The position of the cars 18 of the roller coaster could also be sensed in a number of ways. For example, sensors located at track level could be used to sense the position of the cars 18 and could thus provide an input to a selected camera for recording, or to a microprocessor as a sensor input to control the recording process. Alternatively, the cars 18 could be equipped with wireless transmitters for beaming a signal to an interceptor for controlling the operation of a selected camera, or for providing an input to a microprocessor as a sensor input to control the recording process. Other types of sensors could be used as well.
FIG. 2 shows a viewstation 30 having a plurality of video monitors designated generally by the reference numeral 32, each showing the selected sequential output of the video cameras 22a to 22d. It is a feature of the invention that a plurality of video jacks 34 are provided so that a user 36 can connect a personal video camera 38 to the jack 34 by a connector 39 on a cable 40 and record the output of the video camera system of FIG. 1 on the personal video camera 38. The security of the recording step could be implemented to require a payment by the user for the service, or as payment of a license fee, where a licensable performance is involved. Specially constructed jacks 34 could also be used with restricted connectors 40 to ensure that only authorized persons are able to avail themselves of this service as described.
In addition to providing a recorded video image for recording on a personal video camera, the video image can be provided to a Watchman brand or Video Walkman-type of product in a "local area narrowcast" application. Such a video image could then supplement current events being viewed on the video, such as on a "picture in a picture" basis.
FIG. 3 shows an alternative view of the video monitors 32a to 32i wherein a different image is displayed on each of the monitors respectively. Such an output arrangement is shown diagrammatically in FIG. 4 wherein a plurality of video monitors 32a to 32n are respectively connected to a like plurality of video cameras 22a to 22n. A controller 45 is provided with suitable conduits 47 to respectively control the pan, tilt and zoom motions of the respective video cameras 22a to 22d in a manner which is well known in the art using servo motors and suitable servo control techniques. The line breaks generally shown at reference numeral 46 illustrate that signals from the respective cameras in the system may be hardwired or transmitted.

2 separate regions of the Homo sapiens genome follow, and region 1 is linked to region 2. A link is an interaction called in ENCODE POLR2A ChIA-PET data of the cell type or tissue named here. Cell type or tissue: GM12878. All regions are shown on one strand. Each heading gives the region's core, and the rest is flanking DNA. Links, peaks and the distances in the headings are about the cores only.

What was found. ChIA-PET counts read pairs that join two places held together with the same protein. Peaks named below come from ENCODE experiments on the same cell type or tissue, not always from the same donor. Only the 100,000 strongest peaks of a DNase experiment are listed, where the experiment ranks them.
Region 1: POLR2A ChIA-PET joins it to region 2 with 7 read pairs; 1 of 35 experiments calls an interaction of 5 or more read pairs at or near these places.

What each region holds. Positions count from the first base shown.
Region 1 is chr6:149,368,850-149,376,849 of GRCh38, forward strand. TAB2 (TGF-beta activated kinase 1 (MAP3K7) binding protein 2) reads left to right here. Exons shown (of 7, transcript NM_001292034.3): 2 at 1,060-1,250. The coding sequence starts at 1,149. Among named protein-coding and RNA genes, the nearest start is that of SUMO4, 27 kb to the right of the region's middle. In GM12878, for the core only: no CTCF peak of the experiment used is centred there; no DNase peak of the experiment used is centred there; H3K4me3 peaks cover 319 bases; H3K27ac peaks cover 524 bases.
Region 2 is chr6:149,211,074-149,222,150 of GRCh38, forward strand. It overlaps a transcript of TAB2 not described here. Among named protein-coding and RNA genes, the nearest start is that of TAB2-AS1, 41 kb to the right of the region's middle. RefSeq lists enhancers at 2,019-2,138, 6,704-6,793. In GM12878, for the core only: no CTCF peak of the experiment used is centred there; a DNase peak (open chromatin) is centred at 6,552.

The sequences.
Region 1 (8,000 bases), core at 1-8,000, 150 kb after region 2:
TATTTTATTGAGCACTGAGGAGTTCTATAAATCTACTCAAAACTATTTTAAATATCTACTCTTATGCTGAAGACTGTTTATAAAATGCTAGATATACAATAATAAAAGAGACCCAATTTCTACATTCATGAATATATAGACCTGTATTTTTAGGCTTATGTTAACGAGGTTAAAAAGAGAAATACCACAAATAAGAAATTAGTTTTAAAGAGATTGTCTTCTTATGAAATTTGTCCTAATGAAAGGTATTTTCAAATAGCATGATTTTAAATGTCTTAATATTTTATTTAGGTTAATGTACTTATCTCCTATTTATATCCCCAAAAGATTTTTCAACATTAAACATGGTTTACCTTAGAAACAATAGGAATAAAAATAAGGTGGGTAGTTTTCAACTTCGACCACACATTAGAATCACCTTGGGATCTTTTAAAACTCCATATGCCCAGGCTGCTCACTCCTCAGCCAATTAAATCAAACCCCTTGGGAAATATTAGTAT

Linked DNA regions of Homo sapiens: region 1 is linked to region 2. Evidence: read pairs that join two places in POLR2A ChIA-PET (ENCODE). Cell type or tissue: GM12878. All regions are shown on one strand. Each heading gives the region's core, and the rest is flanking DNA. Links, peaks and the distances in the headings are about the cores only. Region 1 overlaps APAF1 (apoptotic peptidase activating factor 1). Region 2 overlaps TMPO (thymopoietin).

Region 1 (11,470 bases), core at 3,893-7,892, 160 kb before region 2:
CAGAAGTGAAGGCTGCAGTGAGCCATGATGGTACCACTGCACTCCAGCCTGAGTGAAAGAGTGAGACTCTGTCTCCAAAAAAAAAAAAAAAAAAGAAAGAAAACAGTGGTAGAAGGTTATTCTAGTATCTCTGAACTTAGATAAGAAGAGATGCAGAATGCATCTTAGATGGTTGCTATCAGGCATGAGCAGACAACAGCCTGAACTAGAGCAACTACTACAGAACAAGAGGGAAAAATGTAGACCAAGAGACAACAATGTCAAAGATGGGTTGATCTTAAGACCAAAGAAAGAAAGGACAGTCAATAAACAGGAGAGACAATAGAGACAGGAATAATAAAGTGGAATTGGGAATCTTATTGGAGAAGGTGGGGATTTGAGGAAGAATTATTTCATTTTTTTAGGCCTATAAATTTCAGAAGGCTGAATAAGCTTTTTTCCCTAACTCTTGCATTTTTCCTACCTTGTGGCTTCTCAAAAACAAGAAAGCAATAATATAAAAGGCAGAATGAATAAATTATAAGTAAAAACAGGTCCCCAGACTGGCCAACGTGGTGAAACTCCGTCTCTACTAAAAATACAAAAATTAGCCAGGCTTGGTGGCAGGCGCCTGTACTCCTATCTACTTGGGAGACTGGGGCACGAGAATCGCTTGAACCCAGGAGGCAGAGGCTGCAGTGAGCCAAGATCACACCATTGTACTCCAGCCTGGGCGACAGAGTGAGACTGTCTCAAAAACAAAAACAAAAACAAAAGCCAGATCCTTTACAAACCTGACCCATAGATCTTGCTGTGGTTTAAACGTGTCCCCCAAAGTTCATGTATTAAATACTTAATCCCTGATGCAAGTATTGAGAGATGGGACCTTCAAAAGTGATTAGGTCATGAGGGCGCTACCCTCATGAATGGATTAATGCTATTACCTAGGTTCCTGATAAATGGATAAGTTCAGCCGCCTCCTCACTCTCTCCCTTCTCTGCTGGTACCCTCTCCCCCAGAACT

The image displayed at the video monitors 32a to 32n could also be selected manually by an operator. As shown, however, the user can select which view he wishes to follow and record that particular view, such as upon notice from an operator.
FIG. 5 shows a representative system for displaying a single selected monitored video image on a plurality of video monitors for recording by a number of users. The controller 45, as in FIG. 4, controls the pan, tilt and zoom features of the video cameras 22, but in cooperation with a microprocessor 50 which controls the video sequencing and recording operations of each of the respective video cameras as a function of time or position of the roller coaster 10 to display the selected video image on the video monitors 32a to 32n to be viewed or recorded by individuals as discussed in connection with FIG. 2. The microprocessor 50 could be connected to a roller coaster sensor 52 to initiate certain recording events, as described above.
An input control device 70, shown in FIGS. 4 and 5, controls recording to authorized persons, such as those having amusement park tickets for such, or for a fee. Thus, the input control device could be a simple coin operated switch, a magnetic card reader, or a keypad for inhibiting or prohibiting use of the jacks for recording or viewing the video images at the central location based on images generated from a remote location.
It is a feature of the invention that individual video tapes of a particular ride could also be made available to a customer in the event that a customer chooses to ride along in one of the cars of the roller coaster. In that case, a personal video tape could be provided as made at the central viewstation by a video tape recorder (VTR) 56. In that case, a user could purchase a tape showing the event, while also having an opportunity to participate in the event.
An advantage of the invention is that it can be implemented using existing technology and available equipment in a way which presents few construction difficulties.
In view of the above, it is apparent that in accordance with the present invention, an apparatus that fully satisfies the objectives, aims and advantages thereof is described. It would be appreciated that while the invention has been described in the context of specific embodiments, many alternatives, modifications, permutations and variations thereon will become apparent to those skilled in the art in light of the foregoing descriptions.
Accordingly, it is intended that the present invention embrace all such alternatives, modifications and variations as falling within the scope of the appended claims.
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|U.S. Classification||348/159, 348/157, G9B/27.008, 348/705, 386/E05.069|
|International Classification||G11B27/028, A63B69/00, H04N5/77|
|Cooperative Classification||A63B2208/12, A63B2220/806, A63B24/0003, H04N5/77, A63B2220/807, G11B27/028|
|European Classification||G11B27/028, H04N5/77, A63B24/00A|
|Aug 18, 1994||AS||Assignment|
Owner name: SONY ELECTRONICS INC., NEW JERSEY
Free format text: ASSIGNMENT OF ASSIGNORS INTEREST;ASSIGNOR:LANG, MICHAEL;REEL/FRAME:007107/0376
Effective date: 19940712
|Jan 22, 1996||AS||Assignment|
Owner name: SONY CORPORATION, JAPAN
Free format text: ASSIGNMENT OF ASSIGNORS INTEREST;ASSIGNOR:SONY ELECTRONICS INC.;REEL/FRAME:007784/0269
Effective date: 19960115
Owner name: SONY ELECTRONICS INC., NEW JERSEY
Free format text: ASSIGNMENT OF ASSIGNORS INTEREST;ASSIGNOR:SONY ELECTRONICS INC.;REEL/FRAME:007784/0269
Effective date: 19960115
|Oct 15, 1999||FPAY||Fee payment|
Year of fee payment: 4
|Oct 16, 2003||FPAY||Fee payment|
Year of fee payment: 8
|Oct 16, 2007||FPAY||Fee payment|
Year of fee payment: 12
|Oct 22, 2007||REMI||Maintenance fee reminder mailed|